Renton’s renter population outpaces homeownership in last decade

City staff presented market data and recommended actions to protect tenants.

Renton City Council members received a presentation from city staff during the June 5 Committee of the Whole meeting regarding the current state of Renton’s rental market, and data and policies related to landlords and tenants.

According to city staff, new Renton residents are increasingly likely to be renters, with renter population growth outpacing the homeowner population threefold between 2010 and 2021.

The development pipeline of anticipated housing projects, which city staff said can be examined to predict what the community can expect as far as future population growth, has a planned 7,200 of 7,800 housing units (92%) being primarily market-rate rental housing.

City staff said that according to the data, most of the new renters coming to live in Renton recently have been “the most educated households, more than likely making at, or above, area median income.” City staff said this means that renters in the area are not primarily below the area’s median income level.

City staff attributed the fact that the community is seeing more higher-income rental tenants to the trend of increasing rent in the city. Post-pandemic rent prices have been reportedly increasing at proportionally higher rates in South King County, compared to Seattle and Bellevue, as Renton shifts from being a community that in decades prior has been a community that was typically cheaper to live in than in Seattle.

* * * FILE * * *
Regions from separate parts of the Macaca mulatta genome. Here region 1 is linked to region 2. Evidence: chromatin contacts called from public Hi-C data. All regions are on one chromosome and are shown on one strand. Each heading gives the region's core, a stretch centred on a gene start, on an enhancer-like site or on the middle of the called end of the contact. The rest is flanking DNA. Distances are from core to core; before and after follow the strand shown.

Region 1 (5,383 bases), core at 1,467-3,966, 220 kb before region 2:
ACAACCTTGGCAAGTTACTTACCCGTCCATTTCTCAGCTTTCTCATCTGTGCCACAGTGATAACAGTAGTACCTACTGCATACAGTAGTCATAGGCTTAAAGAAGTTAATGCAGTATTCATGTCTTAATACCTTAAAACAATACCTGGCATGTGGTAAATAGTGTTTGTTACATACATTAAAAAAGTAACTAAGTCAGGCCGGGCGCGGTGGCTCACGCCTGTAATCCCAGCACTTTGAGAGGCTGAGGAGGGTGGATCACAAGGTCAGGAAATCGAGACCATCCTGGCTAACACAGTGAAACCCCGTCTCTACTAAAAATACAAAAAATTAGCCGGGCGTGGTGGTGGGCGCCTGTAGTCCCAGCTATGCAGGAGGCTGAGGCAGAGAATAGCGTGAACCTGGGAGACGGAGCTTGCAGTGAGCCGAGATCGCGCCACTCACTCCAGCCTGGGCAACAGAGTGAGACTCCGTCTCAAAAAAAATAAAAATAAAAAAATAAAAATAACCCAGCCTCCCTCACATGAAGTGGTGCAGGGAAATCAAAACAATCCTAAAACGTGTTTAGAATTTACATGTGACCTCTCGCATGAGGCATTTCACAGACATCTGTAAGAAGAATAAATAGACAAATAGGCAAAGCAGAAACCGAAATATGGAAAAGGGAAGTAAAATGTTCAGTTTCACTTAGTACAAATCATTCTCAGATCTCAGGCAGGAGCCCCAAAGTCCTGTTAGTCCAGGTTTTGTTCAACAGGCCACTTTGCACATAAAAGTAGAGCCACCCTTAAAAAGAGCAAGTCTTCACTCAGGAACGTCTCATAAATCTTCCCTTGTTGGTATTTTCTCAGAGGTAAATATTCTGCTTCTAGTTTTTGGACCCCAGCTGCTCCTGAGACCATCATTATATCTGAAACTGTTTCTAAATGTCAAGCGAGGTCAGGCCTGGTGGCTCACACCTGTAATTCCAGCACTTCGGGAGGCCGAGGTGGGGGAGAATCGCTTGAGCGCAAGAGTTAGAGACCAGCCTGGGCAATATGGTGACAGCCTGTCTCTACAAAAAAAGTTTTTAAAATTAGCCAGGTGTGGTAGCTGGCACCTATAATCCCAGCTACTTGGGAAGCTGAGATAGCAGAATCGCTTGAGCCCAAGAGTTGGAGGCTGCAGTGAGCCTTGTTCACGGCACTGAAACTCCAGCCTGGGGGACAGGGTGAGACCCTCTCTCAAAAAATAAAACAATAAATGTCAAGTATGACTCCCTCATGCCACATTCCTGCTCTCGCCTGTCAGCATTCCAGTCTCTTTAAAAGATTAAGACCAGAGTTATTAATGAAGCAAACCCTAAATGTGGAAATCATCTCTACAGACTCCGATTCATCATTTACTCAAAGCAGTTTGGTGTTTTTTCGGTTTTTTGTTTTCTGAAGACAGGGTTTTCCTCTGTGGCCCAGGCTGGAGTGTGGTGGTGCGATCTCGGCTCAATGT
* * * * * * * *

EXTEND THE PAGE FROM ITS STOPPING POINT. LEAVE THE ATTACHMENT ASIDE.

Data presented by city staff shows that rent prices in Renton have increased by 61% between 2015 and 2023, while renter income has only increased by 45% between 2015 and 2021. A 27% increase in inflation was observed between 2015 and 2023, as well.

City staff said they anticipate that renter income will continue to lag behind rent increases in the 2022 to 2023 period, for which a gap in data collection and reporting currently exists.

In 2010, about 45% of rental households were “cost-burdened,” meaning they pay more than 30% of their income in rent. In 2021, the number of cost-burdened rental households increased to 60%, representing an additional 5,200 cost-burdened renters in the city, according to city staff.

City staff said that Renton is proportionally where it would be expected to be as far as eviction rates, making up 5% of King County’s population but accounting for 6% of the county’s evictions.

Several policy recommendations were made by city staff to the council members about how to improve the regulatory environment for rental tenants in Renton, both short-term and long-term.

Recommended near-term actions included education and outreach so that both tenets and landlords are made aware of the policies, process, rights and responsibilities of renting, as well as improving the Rental Registration Program, which was established as a framework to encourage rental policy compliance in the community.

Some of the recommended longer-term recommendations included distribution of information requirements that would compel landlords to provide information on rental rules and to inform them of resources, as well as the implementation of policies like limits on late fees, an extended notice of rent raises, and limits on move-in fees.